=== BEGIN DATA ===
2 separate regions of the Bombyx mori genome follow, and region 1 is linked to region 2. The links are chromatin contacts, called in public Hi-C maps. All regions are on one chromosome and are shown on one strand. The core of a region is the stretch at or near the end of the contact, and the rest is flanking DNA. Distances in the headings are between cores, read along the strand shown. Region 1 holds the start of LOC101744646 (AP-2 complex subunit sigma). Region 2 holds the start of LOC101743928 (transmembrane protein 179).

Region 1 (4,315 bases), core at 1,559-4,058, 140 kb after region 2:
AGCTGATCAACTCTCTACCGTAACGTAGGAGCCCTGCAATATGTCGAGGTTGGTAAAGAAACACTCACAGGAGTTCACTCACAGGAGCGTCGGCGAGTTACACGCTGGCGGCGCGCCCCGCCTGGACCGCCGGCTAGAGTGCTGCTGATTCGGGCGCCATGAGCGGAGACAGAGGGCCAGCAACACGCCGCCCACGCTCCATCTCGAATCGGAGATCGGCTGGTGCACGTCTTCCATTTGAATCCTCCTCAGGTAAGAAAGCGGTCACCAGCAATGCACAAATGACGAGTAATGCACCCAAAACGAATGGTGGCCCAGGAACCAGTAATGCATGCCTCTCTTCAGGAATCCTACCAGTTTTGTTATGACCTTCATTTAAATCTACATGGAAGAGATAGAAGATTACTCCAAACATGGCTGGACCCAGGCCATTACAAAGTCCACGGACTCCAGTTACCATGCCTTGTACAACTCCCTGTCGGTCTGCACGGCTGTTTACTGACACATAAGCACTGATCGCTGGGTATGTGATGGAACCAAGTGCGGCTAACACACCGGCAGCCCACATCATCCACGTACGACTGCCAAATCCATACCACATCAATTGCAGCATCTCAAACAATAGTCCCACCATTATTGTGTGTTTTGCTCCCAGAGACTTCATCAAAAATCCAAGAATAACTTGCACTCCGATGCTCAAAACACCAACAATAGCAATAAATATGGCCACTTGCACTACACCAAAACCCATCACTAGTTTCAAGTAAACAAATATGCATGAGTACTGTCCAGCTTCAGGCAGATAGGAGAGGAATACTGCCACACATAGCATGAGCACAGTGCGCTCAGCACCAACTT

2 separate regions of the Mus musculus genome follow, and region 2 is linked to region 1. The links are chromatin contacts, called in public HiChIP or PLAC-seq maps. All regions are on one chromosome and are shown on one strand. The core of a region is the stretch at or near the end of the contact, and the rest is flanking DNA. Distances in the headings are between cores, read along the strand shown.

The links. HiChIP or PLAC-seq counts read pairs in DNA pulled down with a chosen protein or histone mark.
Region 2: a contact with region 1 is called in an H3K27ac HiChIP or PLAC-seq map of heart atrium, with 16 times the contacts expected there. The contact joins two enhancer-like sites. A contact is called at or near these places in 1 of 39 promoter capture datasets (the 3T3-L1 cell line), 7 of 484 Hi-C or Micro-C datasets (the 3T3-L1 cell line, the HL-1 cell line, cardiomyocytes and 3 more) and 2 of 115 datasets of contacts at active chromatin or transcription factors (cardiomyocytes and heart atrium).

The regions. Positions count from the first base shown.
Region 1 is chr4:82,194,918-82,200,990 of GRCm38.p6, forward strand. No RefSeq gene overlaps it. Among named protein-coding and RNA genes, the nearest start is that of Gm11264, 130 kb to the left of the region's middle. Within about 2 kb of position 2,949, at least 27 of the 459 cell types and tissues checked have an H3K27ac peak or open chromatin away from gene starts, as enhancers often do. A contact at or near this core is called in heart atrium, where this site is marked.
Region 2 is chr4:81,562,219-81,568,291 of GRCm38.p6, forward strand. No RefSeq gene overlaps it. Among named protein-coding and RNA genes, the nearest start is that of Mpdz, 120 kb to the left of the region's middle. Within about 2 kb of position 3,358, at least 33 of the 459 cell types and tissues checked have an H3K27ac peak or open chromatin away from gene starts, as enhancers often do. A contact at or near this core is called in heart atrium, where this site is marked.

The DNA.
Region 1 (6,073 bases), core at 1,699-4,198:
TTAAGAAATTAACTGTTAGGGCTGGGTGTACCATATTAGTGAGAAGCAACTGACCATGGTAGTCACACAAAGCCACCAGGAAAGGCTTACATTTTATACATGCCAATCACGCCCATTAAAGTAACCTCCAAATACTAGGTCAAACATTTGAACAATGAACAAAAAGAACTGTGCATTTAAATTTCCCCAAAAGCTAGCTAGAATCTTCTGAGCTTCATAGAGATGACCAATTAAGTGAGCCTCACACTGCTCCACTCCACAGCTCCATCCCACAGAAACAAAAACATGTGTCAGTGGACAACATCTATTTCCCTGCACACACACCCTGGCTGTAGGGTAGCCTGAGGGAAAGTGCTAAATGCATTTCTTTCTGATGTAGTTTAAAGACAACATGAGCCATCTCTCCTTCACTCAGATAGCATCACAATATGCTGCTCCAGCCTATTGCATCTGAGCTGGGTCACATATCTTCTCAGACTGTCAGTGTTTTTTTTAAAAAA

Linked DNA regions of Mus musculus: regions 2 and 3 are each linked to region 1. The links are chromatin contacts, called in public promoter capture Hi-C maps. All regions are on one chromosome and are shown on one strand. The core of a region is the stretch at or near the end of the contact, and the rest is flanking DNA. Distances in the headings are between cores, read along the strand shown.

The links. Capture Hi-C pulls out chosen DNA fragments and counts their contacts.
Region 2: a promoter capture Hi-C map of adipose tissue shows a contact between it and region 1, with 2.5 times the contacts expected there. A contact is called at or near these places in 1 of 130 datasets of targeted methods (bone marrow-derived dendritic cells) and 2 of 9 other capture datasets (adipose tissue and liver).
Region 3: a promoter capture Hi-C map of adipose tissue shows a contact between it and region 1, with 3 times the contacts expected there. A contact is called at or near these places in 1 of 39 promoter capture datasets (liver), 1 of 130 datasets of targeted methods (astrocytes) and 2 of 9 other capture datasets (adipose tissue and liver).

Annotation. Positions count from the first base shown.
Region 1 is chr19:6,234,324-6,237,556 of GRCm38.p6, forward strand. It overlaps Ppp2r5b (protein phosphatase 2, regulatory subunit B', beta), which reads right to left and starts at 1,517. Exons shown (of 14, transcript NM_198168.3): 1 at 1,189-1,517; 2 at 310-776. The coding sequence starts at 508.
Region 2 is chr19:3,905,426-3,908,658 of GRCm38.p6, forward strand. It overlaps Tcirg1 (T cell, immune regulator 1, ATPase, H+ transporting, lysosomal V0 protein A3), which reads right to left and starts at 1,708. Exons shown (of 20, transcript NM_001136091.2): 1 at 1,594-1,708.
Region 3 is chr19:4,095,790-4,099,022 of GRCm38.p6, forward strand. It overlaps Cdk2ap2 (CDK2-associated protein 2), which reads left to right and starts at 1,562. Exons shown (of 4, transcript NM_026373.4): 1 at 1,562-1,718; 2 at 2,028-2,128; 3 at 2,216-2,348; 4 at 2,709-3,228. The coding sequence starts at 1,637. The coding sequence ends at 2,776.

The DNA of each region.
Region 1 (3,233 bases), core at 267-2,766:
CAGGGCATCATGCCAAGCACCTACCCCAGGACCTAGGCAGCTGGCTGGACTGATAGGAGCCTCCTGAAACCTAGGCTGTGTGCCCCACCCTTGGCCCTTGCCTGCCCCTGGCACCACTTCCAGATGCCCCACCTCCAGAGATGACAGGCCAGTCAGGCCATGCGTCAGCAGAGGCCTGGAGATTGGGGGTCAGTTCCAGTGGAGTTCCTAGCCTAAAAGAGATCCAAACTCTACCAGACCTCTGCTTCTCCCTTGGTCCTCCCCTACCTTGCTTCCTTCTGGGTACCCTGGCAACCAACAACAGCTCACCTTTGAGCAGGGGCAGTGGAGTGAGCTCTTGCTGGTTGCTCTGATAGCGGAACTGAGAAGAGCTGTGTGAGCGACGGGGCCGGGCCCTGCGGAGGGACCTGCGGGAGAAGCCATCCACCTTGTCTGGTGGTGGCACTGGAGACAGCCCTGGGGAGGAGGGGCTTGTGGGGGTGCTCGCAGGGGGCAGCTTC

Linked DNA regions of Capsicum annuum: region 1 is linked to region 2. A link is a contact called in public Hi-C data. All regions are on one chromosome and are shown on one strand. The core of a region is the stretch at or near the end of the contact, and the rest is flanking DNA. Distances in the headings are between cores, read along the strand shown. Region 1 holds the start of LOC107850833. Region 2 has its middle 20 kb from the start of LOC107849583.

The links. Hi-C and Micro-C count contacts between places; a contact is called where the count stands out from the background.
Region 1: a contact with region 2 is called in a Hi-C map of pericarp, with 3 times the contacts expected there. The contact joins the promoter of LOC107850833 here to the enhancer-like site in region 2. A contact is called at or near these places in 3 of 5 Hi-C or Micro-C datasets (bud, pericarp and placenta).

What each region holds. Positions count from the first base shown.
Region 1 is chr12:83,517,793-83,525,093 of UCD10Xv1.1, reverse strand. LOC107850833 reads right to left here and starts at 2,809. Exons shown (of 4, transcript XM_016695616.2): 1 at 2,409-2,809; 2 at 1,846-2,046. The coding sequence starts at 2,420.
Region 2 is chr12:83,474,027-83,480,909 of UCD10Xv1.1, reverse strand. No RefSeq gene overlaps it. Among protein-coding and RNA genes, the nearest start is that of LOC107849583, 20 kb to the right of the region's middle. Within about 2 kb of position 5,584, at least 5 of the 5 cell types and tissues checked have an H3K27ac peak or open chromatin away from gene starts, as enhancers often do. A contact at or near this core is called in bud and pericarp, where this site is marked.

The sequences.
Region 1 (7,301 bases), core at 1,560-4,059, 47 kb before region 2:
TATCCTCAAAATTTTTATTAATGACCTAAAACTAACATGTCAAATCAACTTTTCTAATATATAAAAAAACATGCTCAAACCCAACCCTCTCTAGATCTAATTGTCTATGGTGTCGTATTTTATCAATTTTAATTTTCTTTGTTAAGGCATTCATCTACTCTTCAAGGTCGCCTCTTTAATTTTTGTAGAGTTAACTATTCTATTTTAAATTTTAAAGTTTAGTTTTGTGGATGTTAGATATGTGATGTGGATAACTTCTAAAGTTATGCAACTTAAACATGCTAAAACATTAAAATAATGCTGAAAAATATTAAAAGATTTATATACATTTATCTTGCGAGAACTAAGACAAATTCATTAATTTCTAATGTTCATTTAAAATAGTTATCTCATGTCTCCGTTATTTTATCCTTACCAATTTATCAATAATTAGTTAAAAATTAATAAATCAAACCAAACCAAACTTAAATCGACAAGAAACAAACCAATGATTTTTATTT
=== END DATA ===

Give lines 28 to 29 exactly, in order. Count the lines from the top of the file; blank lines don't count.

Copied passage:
Region 1 is chr12:83,517,793-83,525,093 of UCD10Xv1.1, reverse strand. LOC107850833 reads right to left here and starts at 2,809. Exons shown (of 4, transcript XM_016695616.2): 1 at 2,409-2,809; 2 at 1,846-2,046. The coding sequence starts at 2,420.
Region 2 is chr12:83,474,027-83,480,909 of UCD10Xv1.1, reverse strand. No RefSeq gene overlaps it. Among protein-coding and RNA genes, the nearest start is that of LOC107849583, 20 kb to the right of the region's middle. Within about 2 kb of position 5,584, at least 5 of the 5 cell types and tissues checked have an H3K27ac peak or open chromatin away from gene starts, as enhancers often do. A contact at or near this core is called in bud and pericarp, where this site is marked.